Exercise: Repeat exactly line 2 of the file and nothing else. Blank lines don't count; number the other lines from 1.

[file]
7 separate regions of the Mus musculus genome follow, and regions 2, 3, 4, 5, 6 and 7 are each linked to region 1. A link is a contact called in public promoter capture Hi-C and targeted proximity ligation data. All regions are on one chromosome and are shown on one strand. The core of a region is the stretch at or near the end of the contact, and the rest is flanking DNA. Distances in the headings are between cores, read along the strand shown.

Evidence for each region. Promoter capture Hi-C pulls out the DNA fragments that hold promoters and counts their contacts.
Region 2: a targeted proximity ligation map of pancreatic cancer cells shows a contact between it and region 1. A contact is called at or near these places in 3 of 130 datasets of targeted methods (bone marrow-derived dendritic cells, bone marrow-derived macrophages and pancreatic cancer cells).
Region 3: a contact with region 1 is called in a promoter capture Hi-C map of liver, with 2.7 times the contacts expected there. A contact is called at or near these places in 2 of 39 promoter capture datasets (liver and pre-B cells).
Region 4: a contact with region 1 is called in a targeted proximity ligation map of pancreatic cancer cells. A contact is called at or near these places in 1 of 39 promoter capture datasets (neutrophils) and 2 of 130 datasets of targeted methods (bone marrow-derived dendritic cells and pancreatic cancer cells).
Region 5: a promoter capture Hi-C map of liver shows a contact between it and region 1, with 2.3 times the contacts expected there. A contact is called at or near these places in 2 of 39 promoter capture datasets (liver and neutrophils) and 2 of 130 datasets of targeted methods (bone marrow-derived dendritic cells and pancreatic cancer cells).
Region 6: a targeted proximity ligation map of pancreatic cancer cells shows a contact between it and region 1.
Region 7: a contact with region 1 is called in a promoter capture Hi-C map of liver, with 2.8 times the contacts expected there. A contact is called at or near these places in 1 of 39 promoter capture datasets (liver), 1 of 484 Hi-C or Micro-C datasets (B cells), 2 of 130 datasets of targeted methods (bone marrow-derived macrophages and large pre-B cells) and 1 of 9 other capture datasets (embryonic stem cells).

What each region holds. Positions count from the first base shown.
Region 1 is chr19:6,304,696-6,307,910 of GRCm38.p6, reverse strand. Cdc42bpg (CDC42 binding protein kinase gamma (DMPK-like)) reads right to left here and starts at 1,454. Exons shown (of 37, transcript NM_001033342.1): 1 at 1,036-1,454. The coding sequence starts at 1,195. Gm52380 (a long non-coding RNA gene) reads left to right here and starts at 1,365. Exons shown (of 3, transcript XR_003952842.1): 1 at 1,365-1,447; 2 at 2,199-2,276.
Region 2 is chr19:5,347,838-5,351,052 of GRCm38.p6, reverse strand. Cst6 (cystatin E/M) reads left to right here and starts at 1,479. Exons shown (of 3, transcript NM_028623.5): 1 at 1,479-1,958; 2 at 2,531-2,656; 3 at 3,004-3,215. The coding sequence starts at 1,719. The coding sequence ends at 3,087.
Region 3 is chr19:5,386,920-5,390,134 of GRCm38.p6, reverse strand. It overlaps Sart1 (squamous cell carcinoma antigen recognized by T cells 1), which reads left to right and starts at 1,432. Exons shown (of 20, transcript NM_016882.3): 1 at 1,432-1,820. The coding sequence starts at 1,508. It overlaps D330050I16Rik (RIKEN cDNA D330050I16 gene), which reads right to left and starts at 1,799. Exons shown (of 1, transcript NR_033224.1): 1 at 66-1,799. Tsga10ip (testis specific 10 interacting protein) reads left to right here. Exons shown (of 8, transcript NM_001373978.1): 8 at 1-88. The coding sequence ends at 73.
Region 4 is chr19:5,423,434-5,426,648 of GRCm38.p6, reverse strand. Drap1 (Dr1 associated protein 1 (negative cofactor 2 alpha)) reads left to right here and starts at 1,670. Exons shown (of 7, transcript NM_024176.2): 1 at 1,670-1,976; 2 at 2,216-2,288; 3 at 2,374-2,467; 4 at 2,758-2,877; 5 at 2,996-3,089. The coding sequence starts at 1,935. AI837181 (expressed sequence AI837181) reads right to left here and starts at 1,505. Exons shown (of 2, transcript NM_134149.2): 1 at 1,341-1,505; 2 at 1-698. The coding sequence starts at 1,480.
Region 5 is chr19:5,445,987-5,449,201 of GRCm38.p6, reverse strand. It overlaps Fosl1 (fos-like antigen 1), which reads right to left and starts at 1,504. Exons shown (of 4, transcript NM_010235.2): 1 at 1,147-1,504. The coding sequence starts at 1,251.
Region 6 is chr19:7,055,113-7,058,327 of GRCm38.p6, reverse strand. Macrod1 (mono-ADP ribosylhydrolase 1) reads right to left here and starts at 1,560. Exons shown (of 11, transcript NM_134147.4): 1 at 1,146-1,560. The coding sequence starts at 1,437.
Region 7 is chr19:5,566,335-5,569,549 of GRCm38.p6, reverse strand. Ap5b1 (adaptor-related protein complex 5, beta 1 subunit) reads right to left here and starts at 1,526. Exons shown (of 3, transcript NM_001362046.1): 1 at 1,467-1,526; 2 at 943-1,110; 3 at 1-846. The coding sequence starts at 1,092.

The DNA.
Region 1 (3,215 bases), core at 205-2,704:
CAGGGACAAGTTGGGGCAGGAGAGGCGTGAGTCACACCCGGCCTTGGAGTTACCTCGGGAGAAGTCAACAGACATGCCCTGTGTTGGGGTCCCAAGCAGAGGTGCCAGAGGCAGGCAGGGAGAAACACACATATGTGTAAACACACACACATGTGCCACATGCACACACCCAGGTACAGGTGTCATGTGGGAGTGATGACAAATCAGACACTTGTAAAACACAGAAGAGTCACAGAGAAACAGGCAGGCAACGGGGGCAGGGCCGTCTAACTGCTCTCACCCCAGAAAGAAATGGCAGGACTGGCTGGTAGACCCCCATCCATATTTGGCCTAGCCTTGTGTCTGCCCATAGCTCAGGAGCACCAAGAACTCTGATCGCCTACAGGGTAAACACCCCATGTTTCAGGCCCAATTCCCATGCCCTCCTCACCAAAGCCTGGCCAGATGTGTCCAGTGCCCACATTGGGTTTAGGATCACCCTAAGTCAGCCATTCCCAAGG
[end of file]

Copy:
Evidence for each region. Promoter capture Hi-C pulls out the DNA fragments that hold promoters and counts their contacts.